While Spike would lock himself away in his room when the storm clouds descended, Oblomov vowed to stay in bed.

Barbara said: "It was one of the saddest things to feel the pain Spike carried with him. You could see it in his eyes. It was bliss when the depression lifted."

Meanwhile, in the play, Oblomov's friends hoped to entice him out of his melancholy through the power of love.

Barbara played Olga, a Russian aristocrat with enormous wealth and beauty, who eventually beguiled him.

Spike too had a love of women.

He even admitted to having slept with three of the lead ladies in the play in his autobiography The Family Album.

But this was where the parallel with the two characters stopped.

Barbara's experience of Spike was very different.

She said: "Women were drawn to Spike.

"However, I think our friendship survived because we were always only the greatest of friends.

"I was never attracted to him physically. His nickname for me was Earthy because I was dark-haired then and he said I had the figure of someone you see picking apples off the trees in the fields of Europe."

Her fondest memory of their time together during the play was when he would invite her to his dressing room in the second interval.

She said: " He would pour me a glass of his favourite rose wine and talk about art and his children. He said I was a good listener and had humour to cover bad situations."

Right up until his death they kept in regular contact. Spike signed his letters to her with "Love, light and peace as always to you Barbara".

When she married Sussex wicket keeper Rupert Webb in 1983 he sent the couple a bouquet of rhubarb, with the words "rhubarb, rhubarb, rhubarb" as an anagram on their names.

Spike continued to call Barbara several times a year to have a chat, usually late at night.

She said: "The last time I talked to him was last November. He called to have a chat and asked me what I was doing for Christmas. But he was quite poorly at that point."

She said she could hear him saying his epitaph: "I told you I was ill".

On the day he died, aged 83 at his home in Rye, she got a call from her husband Rupert Webb to tell her the news.

Barbara sighed, put her head in her hands and said: "I just felt he was completely unique. He could be harsh but also had great generosity of spirit.

"He taught me how to have fun and made me realise you don't have to accept what is handed out to you in life.

"He broke down every conceivable barrier. Spike Milligan can never be repeated."


Vale Pete, Dud and Spike ... John Clare recalls an England where comic genius roamed and life was one big laugh.

I think Paul Scofield had begun his great season of Lear, but when we arrived in London in the mid-1960s, the first play we saw was Son of Oblomov, purely because Spike Milligan was in it.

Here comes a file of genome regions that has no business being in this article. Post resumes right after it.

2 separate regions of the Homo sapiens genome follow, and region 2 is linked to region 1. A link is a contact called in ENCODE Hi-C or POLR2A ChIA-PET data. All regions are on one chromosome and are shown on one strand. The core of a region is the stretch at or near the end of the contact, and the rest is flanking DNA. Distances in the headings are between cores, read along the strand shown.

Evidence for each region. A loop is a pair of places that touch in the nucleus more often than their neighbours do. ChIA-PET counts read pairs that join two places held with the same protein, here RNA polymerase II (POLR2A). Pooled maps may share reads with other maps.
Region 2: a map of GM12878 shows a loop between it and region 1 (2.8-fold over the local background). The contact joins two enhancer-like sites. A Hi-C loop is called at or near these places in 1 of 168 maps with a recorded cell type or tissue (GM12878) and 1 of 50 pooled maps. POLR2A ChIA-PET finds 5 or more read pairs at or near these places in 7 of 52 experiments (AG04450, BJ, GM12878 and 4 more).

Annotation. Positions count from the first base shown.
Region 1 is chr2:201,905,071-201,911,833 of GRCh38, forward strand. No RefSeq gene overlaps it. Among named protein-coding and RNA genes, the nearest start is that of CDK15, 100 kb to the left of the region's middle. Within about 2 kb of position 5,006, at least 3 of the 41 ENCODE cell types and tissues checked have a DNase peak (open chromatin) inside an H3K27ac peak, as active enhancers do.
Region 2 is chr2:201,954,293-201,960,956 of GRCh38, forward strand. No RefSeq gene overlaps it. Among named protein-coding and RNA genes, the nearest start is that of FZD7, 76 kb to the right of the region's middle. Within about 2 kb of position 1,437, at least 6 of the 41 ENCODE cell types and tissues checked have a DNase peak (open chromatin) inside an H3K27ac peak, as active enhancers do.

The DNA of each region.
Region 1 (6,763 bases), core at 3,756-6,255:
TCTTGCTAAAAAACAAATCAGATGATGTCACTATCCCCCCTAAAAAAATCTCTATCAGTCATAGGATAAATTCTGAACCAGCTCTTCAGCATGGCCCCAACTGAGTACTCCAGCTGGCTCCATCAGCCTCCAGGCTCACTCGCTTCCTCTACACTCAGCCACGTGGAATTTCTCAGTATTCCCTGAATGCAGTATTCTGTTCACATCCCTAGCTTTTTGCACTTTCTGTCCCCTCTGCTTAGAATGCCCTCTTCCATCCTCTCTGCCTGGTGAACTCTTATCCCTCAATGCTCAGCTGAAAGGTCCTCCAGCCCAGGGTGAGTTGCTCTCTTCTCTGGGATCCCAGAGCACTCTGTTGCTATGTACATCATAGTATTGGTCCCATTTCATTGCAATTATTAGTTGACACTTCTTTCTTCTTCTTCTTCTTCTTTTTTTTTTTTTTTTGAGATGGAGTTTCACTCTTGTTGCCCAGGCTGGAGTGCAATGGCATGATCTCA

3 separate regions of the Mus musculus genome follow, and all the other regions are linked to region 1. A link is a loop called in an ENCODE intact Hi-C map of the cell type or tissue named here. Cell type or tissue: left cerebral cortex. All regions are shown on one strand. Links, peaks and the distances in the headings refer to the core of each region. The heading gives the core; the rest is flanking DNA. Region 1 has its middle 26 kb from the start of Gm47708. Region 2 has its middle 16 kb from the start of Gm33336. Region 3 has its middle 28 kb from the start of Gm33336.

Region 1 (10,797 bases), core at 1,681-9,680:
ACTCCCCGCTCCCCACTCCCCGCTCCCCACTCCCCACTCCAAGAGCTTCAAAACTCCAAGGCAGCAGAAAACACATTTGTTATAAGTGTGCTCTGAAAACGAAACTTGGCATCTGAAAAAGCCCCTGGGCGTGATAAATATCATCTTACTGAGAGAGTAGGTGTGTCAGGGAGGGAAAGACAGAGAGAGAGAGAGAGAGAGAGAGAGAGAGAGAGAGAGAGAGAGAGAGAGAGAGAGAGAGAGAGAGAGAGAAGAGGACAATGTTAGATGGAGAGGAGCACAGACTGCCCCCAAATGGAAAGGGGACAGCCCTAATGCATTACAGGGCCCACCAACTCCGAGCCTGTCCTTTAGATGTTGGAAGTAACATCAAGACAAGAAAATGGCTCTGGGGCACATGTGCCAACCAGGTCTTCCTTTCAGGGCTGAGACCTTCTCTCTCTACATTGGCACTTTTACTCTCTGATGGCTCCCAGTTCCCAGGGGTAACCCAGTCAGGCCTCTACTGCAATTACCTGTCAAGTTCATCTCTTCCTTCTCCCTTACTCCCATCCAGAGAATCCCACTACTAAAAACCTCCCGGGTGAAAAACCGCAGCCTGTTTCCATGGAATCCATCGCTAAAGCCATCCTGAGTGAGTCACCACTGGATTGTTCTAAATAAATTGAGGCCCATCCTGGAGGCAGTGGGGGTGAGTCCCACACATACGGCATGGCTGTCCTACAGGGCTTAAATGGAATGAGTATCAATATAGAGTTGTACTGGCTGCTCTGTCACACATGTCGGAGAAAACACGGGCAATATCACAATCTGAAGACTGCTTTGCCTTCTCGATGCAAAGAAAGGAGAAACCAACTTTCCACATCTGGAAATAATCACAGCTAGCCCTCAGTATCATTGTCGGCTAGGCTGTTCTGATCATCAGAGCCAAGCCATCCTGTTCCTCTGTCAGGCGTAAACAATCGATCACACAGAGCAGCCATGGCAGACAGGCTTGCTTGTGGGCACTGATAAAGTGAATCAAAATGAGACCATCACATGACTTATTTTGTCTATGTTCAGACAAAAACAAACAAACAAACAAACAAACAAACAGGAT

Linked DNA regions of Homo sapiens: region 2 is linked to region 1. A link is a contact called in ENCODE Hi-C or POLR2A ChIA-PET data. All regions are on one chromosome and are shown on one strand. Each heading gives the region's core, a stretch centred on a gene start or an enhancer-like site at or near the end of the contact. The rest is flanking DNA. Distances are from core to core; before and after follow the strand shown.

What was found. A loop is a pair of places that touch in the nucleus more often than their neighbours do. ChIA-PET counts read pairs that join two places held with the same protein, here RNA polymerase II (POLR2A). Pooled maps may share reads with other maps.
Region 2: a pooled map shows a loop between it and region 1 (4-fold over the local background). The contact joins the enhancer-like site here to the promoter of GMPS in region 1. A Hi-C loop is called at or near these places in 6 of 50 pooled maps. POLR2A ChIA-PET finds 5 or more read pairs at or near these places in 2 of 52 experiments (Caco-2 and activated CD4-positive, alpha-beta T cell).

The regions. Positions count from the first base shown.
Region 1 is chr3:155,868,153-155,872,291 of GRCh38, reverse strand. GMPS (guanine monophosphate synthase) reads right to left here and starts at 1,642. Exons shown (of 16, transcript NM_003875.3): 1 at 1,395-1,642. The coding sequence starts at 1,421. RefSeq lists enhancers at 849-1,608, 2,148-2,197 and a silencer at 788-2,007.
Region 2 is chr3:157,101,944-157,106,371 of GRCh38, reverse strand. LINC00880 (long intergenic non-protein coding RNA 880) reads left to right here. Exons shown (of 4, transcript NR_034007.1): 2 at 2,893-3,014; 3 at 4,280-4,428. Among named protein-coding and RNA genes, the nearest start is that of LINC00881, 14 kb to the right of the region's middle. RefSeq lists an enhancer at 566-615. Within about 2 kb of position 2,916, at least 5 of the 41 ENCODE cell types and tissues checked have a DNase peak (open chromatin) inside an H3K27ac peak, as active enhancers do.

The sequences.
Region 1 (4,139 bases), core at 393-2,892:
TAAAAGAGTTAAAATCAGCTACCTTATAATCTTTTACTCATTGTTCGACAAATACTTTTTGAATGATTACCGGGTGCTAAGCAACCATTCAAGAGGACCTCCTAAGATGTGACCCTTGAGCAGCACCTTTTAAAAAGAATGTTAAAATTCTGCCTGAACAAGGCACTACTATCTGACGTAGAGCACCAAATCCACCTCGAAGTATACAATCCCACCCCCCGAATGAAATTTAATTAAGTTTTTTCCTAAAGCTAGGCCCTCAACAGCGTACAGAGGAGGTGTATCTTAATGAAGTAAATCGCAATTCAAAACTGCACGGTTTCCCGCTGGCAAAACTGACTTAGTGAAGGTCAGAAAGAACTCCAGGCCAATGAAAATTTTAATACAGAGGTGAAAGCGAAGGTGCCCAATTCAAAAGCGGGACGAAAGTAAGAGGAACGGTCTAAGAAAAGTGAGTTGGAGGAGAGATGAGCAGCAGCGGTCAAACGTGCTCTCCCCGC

Just ahead of us Bing Crosby crossed the Soho street and went on into the theatre. His tweed jacket and perfectly blocked "casual" fedora were so immaculate he looked like a papier-mache model of himself.

A couple of days later we were stopped in our tracks by his waxwork in Madame Tussaud's. He offered no opinion. Do not forget Bing.

Even I was dimly aware that Oblomov was a young man who would not get out of bed, but in Son of the frenetic Spike was more out than in. You were supposed to imagine him supine in spirit, while in fact he was everywhere, including halfway up the wall, trying to climb to a pretty girl in a box seat.

At one point someone called, "Hark, here he comes", while a group of the cast looked off to the left. Spike entered stage right. They did not seem to appreciate this, an impression that was confirmed later on a BBC talk show. London's thespians did not approve.

Hell, it was only one play, not a sudden plague of ad-libbing. At one point Spike sang with a trio of actors up the front of the stage, then shook his head, despairing of their efforts, and reached out over the footlights, crying, "Is there a Bing Crosby in the house?"


His next piece, Oblomov, was just as successful, opening at the Lyric Theatre, Hammersmith, in 1964.

It was based on the Russian classic by Ivan Goncharov, and gave Milligan the opportunity to play most of the title role in bed.

Unsure of his material, on the opening night he improvised a great deal, treating the audience as part of the plot almost, and he continued in this diverting manner for the rest of the run, and on tour as Son Of Oblomov.


In "Son of Oblomov" on the London stage years ago, Spike Milligan and Bill Owen were a few minutes into the opening dialogue when Spike noticed some late-comers being shown to their seats.

"Hold it Bill, hold it," he said to Owen. Then, moving to stage front, he addressed the hapless newcomers who by now had the spotlights on them.

"Where the hell have you been?" he berated mockingly. Then, without waiting for an answer, he said to Owen: "OK, Bill. Start again!" And they did, with all the dialogue now sounding like a 33 played at 78.

No doubt an old trick, but as fresh and funny as any of his wonderful irreverent material for those of us lucky enough to have seen it live.

Thanks for the memories, Spike!
Chris Lake-Smith, USA (ex-UK)


Miss Joan Greenwood was at the Lyric in a comedy - Oblomov, with Spike Milligan - and went with it to the West End when it was re-titled Son of Oblomov. She left the cast, however, after seven months, announcing that "enough is enough".

Joan Greenwood